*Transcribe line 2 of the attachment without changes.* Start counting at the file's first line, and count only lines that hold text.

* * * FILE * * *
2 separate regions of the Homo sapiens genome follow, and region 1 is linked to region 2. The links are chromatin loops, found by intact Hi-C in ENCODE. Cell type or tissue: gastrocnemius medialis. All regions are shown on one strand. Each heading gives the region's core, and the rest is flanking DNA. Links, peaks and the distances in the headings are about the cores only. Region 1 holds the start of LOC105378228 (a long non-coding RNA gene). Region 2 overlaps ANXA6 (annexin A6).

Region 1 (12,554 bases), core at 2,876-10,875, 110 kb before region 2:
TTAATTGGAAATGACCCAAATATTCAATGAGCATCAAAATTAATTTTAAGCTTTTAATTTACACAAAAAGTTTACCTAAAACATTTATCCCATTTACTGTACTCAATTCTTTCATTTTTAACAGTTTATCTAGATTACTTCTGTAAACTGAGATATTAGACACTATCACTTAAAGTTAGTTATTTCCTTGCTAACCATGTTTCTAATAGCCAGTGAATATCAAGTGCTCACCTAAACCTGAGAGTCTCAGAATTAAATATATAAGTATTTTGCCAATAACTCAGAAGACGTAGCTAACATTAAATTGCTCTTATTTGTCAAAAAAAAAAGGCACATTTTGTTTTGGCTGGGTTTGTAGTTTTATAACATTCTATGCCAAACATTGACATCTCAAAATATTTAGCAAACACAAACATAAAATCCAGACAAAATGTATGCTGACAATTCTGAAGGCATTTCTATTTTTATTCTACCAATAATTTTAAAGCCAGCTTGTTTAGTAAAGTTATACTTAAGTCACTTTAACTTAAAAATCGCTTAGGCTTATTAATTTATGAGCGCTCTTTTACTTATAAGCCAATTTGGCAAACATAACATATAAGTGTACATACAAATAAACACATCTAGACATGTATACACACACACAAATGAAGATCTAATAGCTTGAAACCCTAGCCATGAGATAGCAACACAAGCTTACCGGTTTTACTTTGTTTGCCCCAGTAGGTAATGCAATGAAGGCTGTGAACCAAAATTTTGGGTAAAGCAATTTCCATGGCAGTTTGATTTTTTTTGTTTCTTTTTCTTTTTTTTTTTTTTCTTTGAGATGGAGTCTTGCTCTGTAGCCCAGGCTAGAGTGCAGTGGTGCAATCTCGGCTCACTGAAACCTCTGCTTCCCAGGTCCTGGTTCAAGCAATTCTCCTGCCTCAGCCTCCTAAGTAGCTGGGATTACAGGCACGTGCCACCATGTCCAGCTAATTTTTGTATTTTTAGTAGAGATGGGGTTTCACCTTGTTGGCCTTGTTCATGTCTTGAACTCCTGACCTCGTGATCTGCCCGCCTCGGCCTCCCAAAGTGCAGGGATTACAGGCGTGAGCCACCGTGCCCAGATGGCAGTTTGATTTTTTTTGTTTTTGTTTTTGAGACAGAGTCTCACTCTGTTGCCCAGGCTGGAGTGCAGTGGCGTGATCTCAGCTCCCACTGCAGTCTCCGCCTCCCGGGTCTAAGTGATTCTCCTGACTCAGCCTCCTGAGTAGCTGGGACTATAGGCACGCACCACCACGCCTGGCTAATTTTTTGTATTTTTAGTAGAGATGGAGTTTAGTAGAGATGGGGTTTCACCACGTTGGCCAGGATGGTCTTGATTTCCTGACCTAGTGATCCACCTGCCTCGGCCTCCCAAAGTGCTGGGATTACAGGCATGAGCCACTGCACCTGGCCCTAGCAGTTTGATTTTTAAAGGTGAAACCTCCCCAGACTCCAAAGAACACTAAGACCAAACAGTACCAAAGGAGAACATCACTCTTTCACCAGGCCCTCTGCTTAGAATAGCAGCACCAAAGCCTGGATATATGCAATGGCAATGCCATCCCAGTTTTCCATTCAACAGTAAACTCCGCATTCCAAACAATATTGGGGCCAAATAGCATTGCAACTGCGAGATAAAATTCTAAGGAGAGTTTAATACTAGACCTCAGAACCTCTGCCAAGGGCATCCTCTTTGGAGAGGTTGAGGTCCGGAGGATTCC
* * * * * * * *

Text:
Region 1 (12,554 bases), core at 2,876-10,875, 110 kb before region 2: